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“The Testaments: Of One Fold and One Shepherd.”

Nearly 20 years ago, the Legacy Theater in the Joseph Smith Memorial Building in Salt Lake City, began to show a new movie produced by the Church—The Testaments: Of One Fold and One Shepherd.

Nearly 20 years ago, the Legacy Theater in the Joseph Smith Memorial Building in Salt Lake City, began to show a new movie produced by the Church—The Testaments: Of One Fold and One Shepherd.  Keith Merrill, the director of the film was asked by President Hinckley to make a film to replace Legacy.  “I was told simply ‘It will be the most important film the church has ever made’. . . The new film was to be about Christ. The mandate was clear. It would proclaim to the millions who come here–member and non-member alike–that Jesus Christ is He whom we worship. That he is the Son of God and the heart and center of our faith. The film was to include a Book of Mormon perspective and the appearance of the  Christ to the people in Ancient America. In case the challenge was not enough, President Hinckley added; ‘I have never seen a depiction of the Savior I liked.’ No men on earth know more of Christ’s visage than these special witnesses. Their desire to give final approval to the portrayal of Jesus came as a great relief’ (

At the 1999 Women’s Conference Truman Madsen shared a moment from the filming of The Testaments.  With the completion and opening of the film, we offer this reprint of that newsletter to give you a feeling for this new film on the Savior.

Brother Madsen relates, “…Recently I have been moved deeply by a time on the crowded set of a movie studio. Here is a young man about age thirty, a convert to the Church, who is cast in the role no human can fully portray. He is Jesus of Nazareth. Earlier in the day he has joined the costumed troupe and the crew praying that they can simulate the defining moment of all eternity when Jesus is nailed to the cross.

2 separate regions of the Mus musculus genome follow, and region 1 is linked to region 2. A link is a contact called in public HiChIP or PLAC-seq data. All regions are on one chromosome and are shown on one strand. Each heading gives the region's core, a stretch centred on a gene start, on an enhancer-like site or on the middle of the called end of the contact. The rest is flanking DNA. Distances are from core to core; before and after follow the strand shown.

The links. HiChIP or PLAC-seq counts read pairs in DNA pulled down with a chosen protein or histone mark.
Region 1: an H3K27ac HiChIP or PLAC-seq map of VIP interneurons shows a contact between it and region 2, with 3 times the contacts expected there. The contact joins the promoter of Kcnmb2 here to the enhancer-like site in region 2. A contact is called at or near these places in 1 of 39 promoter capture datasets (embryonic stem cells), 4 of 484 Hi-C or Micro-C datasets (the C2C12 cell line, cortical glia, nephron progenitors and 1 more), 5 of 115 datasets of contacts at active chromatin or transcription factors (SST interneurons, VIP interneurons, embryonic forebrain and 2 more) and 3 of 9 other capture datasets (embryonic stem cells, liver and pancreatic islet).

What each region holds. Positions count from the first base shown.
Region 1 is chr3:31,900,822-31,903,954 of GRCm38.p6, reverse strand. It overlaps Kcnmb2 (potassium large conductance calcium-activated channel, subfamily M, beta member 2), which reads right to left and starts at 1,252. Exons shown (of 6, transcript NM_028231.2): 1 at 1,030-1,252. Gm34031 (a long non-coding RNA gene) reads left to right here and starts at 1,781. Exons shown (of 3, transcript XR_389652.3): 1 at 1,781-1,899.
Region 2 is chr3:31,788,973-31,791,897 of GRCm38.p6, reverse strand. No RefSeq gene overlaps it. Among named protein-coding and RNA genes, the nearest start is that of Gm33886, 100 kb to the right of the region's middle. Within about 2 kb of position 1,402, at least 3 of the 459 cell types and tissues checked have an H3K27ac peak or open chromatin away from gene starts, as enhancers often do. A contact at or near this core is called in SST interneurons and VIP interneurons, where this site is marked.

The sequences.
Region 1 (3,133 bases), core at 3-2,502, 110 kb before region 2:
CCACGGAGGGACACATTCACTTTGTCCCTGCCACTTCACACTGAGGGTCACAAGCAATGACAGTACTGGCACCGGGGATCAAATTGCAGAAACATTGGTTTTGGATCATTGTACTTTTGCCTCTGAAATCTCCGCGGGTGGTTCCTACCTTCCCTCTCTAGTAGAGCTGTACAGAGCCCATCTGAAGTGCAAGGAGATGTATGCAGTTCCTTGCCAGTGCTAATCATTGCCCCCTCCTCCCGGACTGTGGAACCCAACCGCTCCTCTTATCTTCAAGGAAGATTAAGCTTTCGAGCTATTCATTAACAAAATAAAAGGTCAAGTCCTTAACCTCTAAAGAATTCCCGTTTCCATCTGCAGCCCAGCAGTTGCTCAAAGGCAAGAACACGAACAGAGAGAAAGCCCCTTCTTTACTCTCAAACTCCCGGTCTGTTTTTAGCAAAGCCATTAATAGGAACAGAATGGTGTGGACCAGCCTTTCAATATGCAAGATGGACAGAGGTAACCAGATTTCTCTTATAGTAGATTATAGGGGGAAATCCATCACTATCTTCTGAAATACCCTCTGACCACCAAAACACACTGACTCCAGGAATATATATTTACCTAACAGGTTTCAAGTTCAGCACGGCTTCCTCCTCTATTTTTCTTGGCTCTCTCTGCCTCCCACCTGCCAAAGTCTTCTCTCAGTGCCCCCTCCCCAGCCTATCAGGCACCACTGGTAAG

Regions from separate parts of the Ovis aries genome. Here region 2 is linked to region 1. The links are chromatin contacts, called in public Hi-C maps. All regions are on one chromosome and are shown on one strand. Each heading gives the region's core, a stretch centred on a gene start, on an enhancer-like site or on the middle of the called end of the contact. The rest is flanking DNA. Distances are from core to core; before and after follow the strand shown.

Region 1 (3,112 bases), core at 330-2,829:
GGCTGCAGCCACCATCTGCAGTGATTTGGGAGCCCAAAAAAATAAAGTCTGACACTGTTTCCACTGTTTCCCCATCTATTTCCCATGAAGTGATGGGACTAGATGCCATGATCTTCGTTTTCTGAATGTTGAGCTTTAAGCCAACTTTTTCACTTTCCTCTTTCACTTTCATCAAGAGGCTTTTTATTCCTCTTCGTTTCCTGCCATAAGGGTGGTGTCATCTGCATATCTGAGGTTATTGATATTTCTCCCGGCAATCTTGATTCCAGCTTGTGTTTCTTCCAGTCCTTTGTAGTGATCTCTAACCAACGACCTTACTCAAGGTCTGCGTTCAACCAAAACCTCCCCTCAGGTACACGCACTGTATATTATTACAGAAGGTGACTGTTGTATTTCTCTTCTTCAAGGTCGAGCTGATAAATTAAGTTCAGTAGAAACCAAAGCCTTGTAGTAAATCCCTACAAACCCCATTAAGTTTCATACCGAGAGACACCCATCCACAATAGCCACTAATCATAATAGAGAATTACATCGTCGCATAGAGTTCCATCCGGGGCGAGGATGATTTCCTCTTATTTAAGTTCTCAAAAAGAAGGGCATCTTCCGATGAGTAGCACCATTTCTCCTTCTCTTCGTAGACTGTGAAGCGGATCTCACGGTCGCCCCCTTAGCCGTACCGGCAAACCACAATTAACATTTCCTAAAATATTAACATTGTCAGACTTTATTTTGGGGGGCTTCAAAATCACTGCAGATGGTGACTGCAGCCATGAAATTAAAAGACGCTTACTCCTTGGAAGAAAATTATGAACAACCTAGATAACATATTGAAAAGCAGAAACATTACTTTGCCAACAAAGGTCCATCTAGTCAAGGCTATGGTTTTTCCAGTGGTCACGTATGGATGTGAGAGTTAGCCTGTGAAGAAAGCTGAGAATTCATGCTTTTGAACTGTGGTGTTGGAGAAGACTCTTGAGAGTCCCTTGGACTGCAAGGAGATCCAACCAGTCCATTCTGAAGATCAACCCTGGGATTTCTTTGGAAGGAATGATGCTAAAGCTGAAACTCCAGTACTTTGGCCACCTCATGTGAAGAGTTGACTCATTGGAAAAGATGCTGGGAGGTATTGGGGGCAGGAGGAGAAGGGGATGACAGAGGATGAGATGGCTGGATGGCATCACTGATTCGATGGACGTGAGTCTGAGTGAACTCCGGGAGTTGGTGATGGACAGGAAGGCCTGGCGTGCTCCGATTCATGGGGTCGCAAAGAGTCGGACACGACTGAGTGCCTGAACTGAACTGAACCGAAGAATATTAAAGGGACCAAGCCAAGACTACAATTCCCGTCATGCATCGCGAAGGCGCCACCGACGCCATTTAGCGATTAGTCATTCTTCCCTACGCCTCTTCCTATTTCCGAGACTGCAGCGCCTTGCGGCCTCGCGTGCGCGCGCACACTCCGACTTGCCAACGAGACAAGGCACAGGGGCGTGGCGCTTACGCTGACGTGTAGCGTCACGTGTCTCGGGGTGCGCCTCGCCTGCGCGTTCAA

“We watch from a little distance as well as from a monitor that frames the scene. He is dragged to the crossbar. We see them stretch his arm and then raise a huge mallet and place the spike. The camera then shifts to his profile. And when the wrenching and terrible thwack is repeated, his body and face twist convulsively.

“‘Cut!” says the director. They adjust the lights, rearrange the angles, spray the tell-tale red marks on his back and forehead. The takes are repeated. But after the fifth take, he does not sit up. He remains on his back, crying unashamedly. The director, first anxious and then alarmed, reaches out to him.

“‘Are you all right?” he asks. The young actor tries in vain to answer. Finally he says, ‘It is so real. It is so real.” The director has to be workmanlike, objective. But in this moment he too falls out of character into a flood of tears and leaves the set for cover. The rest of us stand silent and immobile.” (Truman Madsen, The Savior, the Sacrament, and Self-Worth, 1999 BYU Women’s Conference) 

How real is the Savior to us? Do we know intimately our Savior and His sacrifice for us? Do we know Him well enough that we would recognize Him?

The people of early America did not recognize Him at first, but came to know Him intimately. These “more righteous” but imperfect people were gathered together and saw a man descending out of heaven. They thought it was an angel. The personage said, “Behold, I am Jesus Christ, whom the prophets testified shall come into the world.

 “And behold, I am the light and the life of the world; and I have drunk out of that bitter cup which the Father hath given me, and have glorified the Father in taking upon me the sins of the world, in the which I have suffered the will of the Father in all things from the beginning. . .

“Arise and come forth unto me, that ye may thrust your hands into my side, and also that ye may feel the prints of the nails in my hands and in my feet, that ye may know that I am the God of Israel, and the God of the whole earth, and have been slain for the sins of the world” (3 Nephi 11:10–11,14).

Jesus will come again. Do we know Him well enough to recognize Him, or will the Savior need to declare Himself to us? With our suspicious nature, will we need to feel the prints in His hands and feet to know it is Him, or will we unashamedly cry because we already know Him and His sacrifice is “so real?” Let each of us strive to personally know Him, to be “more righteous” in our imperfections, that we may recognize Him—not only when He comes again but in each moment of our lives.

Barton Golding